Figure 1 - Locally advanced breast tumor before radiotherapy and chemotherapy.

Figure 2 - Tumor after radiotherapy and chemotherapy.

Figure 3 - Left mastectomy specimen showing involvement of the breast (25 x 20 cm, reduced by 5 cm after radiotherapy.

Figure 4 - Left mastectomy specimen showing involvement of the breast (25 x 20 cm, reduced by 5 cm after radiotherapy).

Figure 6 - Breast reconstruction with thoracoabdominal flap.

Figure 5 - Thoracoabdominal flap.

Figure 7 - Healing flap after 15 day.

DISCUSSION

Locally advanced breast carcinoma (LABC) is a grade III cancer (IIIA, IIB and IIIC), defined as tumors measuring >5 cm (T3) or affecting the chest wall (T4a), skin (T4b), or both (T4c) or as extensive lymph node involvement (N2/N3) of one or more lymphatic chains and inflammatory carcinoma. LABC includes 10%-25% of all breast cancers in developed countries and 40%-50% of those in developing countries2.

LABC treatment including neoadjuvant chemotherapy, surgery, and radiotherapy, has increased survival rates. Studies prior to the use of neoadjuvant chemotherapy (neo-CT) showed overall survival (OS) of 25% after 5 years. The use of neo-CT resulted in 5-year OS of 80% and 45% in patients with IIIA and IIIB disease, respectively. Thus, neo-CT is recommended in patients with LABC and cases with inadequate response to neo-CT. As in the present study, radiotherapy may make surgical resection easier or more feasible3.

Unilateral breast cancer patients with BRCA mutations should undergo contralateral mastectomy when diagnosed at early stages. However, the literature does not support prophylactic contralateral mastectomy (PCM) for locally advanced disease4. Based on the literature and joint decision with the patient, PCM was not performed, since freezing examination of the nodules in the opposite breast showed a fibroadenoma.

Radical surgical removal in these patients results in extensive skin loss in the thoracic region that cannot be repaired with primary closure. The use of flaps, such as myocutaneous flaps, provides effective coverage for major defects but requires longer surgical time, increasing morbidities that may delay additional treatment5, especially in patients with triple-negative tumors with residual tumor after neo-CT. In these cases, the administration of capecitabine may increase survival6,7.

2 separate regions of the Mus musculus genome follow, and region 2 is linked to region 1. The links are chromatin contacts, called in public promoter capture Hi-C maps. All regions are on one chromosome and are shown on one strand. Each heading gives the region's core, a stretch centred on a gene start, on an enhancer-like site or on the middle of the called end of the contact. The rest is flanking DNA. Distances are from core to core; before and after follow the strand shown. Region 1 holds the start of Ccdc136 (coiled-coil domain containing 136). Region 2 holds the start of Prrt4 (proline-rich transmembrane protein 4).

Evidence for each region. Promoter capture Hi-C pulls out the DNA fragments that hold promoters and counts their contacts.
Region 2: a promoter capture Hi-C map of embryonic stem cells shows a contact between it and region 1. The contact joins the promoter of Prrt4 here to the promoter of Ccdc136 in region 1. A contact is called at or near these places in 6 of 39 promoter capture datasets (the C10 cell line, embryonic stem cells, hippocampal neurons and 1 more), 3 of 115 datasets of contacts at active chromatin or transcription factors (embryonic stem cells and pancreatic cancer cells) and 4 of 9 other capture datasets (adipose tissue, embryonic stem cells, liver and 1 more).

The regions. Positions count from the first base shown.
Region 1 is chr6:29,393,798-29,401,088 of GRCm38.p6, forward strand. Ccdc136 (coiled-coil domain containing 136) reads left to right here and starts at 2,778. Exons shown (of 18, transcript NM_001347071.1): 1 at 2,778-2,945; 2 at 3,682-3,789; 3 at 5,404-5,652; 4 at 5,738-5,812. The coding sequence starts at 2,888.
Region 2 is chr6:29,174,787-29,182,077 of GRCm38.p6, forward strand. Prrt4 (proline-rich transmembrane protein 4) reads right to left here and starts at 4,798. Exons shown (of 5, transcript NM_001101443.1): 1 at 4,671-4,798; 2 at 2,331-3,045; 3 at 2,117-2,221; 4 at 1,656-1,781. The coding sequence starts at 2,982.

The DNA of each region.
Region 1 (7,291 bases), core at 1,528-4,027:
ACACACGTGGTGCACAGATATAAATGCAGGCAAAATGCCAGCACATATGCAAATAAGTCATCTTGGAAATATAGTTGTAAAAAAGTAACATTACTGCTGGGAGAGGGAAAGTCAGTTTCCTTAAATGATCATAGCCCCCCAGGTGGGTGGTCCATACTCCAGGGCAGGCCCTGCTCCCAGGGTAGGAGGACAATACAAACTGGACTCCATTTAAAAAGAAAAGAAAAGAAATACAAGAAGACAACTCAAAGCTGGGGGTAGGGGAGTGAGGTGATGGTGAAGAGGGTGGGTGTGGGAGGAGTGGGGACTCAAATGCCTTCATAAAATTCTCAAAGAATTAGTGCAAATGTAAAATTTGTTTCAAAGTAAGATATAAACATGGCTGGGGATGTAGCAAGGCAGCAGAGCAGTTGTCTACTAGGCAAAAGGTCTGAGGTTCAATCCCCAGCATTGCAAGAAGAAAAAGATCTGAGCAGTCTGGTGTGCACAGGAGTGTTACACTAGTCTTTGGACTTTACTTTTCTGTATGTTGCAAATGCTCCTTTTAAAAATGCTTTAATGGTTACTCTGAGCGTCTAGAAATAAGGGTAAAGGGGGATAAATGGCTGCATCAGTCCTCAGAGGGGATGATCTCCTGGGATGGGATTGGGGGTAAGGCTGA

However, despite the specific indication for myocutaneous flaps for chest reconstruction after mastectomy, locoregional fasciocutaneous flaps are important. These flaps are quickly made, have low morbidity, and present partial necrosis rates similar to those for myocutaneous flaps, despite the restricted amount of skin that can be mobilized and previous radiotherapy8. For these reasons, we applied this technique in the present case.

Regional fasciocutaneous flaps should be well vascularized, as in the present case, based on posterior intercostal artery irrigation to ensure that there is no wall suffering, necrosis, or destabilization9.

The extent of resection should always be enough to treat the disease; however, breast reconstruction surgeons are indispensable for surgical planning to make subsequent reconstruction easier10. Thus, interdisciplinary treatment benefits patients.

CONCLUSION

The results of this study corroborate the use of fasciocutaneous thoracoabdominal flap reconstruction as an effective technique to cover large areas after mastectomy without other flaps or skin grafts. The present case confirmed that interdisciplinary treatment is important for good surgical outcomes.

COLLABORATIONS

DRSF

Analysis and/or data interpretation, Conception and design study, Data Curation, Final manuscript approval, Methodology, Project Administration, Writing - Original Draft Preparation

ALNA